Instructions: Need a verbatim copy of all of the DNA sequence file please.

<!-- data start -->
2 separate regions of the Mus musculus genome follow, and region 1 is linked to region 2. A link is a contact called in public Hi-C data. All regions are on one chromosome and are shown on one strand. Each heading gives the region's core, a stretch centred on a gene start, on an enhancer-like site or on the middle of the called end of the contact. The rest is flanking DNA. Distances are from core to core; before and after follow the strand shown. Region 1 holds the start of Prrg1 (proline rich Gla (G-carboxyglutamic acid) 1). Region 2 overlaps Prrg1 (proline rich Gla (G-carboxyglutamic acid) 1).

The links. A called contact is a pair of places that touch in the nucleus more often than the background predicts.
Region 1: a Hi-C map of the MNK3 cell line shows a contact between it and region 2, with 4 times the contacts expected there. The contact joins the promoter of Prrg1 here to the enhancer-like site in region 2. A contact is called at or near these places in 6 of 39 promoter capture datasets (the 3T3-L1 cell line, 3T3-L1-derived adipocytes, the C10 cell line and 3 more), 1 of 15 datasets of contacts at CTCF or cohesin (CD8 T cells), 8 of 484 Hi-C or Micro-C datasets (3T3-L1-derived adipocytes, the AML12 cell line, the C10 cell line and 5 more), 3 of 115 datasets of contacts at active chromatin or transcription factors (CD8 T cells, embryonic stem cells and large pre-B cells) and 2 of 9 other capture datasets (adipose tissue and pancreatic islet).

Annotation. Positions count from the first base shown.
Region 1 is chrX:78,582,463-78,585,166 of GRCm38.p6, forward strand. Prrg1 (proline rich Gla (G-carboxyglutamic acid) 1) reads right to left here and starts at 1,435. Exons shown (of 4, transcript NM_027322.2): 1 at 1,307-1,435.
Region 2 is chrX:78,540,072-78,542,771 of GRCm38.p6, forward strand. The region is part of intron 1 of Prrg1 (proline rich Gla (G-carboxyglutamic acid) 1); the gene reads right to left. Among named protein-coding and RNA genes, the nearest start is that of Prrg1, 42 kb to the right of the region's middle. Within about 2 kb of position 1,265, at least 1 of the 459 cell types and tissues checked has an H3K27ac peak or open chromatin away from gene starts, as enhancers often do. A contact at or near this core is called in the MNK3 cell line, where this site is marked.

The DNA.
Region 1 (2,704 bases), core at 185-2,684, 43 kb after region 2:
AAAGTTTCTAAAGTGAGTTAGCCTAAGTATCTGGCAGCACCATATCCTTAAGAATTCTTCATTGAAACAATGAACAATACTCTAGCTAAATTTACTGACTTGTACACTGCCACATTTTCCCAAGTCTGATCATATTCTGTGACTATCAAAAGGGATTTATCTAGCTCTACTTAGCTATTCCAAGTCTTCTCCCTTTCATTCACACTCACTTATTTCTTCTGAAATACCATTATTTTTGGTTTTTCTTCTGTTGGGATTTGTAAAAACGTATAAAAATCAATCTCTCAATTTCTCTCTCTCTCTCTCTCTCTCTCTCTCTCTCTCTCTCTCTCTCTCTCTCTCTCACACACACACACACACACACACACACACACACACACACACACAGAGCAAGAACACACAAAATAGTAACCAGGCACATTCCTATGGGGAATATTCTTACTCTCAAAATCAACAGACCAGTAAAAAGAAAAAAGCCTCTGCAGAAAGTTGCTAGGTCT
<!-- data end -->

2 separate regions of the Mus musculus genome follow, and region 1 is linked to region 2. A link is a contact called in public Hi-C data. All regions are on one chromosome and are shown on one strand. Each heading gives the region's core, a stretch centred on a gene start, on an enhancer-like site or on the middle of the called end of the contact. The rest is flanking DNA. Distances are from core to core; before and after follow the strand shown. Region 1 holds the start of Prrg1 (proline rich Gla (G-carboxyglutamic acid) 1). Region 2 overlaps Prrg1 (proline rich Gla (G-carboxyglutamic acid) 1).

The links. A called contact is a pair of places that touch in the nucleus more often than the background predicts.
Region 1: a Hi-C map of the MNK3 cell line shows a contact between it and region 2, with 4 times the contacts expected there. The contact joins the promoter of Prrg1 here to the enhancer-like site in region 2. A contact is called at or near these places in 6 of 39 promoter capture datasets (the 3T3-L1 cell line, 3T3-L1-derived adipocytes, the C10 cell line and 3 more), 1 of 15 datasets of contacts at CTCF or cohesin (CD8 T cells), 8 of 484 Hi-C or Micro-C datasets (3T3-L1-derived adipocytes, the AML12 cell line, the C10 cell line and 5 more), 3 of 115 datasets of contacts at active chromatin or transcription factors (CD8 T cells, embryonic stem cells and large pre-B cells) and 2 of 9 other capture datasets (adipose tissue and pancreatic islet).

Annotation. Positions count from the first base shown.
Region 1 is chrX:78,582,463-78,585,166 of GRCm38.p6, forward strand. Prrg1 (proline rich Gla (G-carboxyglutamic acid) 1) reads right to left here and starts at 1,435. Exons shown (of 4, transcript NM_027322.2): 1 at 1,307-1,435.
Region 2 is chrX:78,540,072-78,542,771 of GRCm38.p6, forward strand. The region is part of intron 1 of Prrg1 (proline rich Gla (G-carboxyglutamic acid) 1); the gene reads right to left. Among named protein-coding and RNA genes, the nearest start is that of Prrg1, 42 kb to the right of the region's middle. Within about 2 kb of position 1,265, at least 1 of the 459 cell types and tissues checked has an H3K27ac peak or open chromatin away from gene starts, as enhancers often do. A contact at or near this core is called in the MNK3 cell line, where this site is marked.

The DNA.
Region 1 (2,704 bases), core at 185-2,684, 43 kb after region 2:
AAAGTTTCTAAAGTGAGTTAGCCTAAGTATCTGGCAGCACCATATCCTTAAGAATTCTTCATTGAAACAATGAACAATACTCTAGCTAAATTTACTGACTTGTACACTGCCACATTTTCCCAAGTCTGATCATATTCTGTGACTATCAAAAGGGATTTATCTAGCTCTACTTAGCTATTCCAAGTCTTCTCCCTTTCATTCACACTCACTTATTTCTTCTGAAATACCATTATTTTTGGTTTTTCTTCTGTTGGGATTTGTAAAAACGTATAAAAATCAATCTCTCAATTTCTCTCTCTCTCTCTCTCTCTCTCTCTCTCTCTCTCTCTCTCTCTCTCTCTCTCACACACACACACACACACACACACACACACACACACACACACAGAGCAAGAACACACAAAATAGTAACCAGGCACATTCCTATGGGGAATATTCTTACTCTCAAAATCAACAGACCAGTAAAAAGAAAAAAGCCTCTGCAGAAAGTTGCTAGGTCT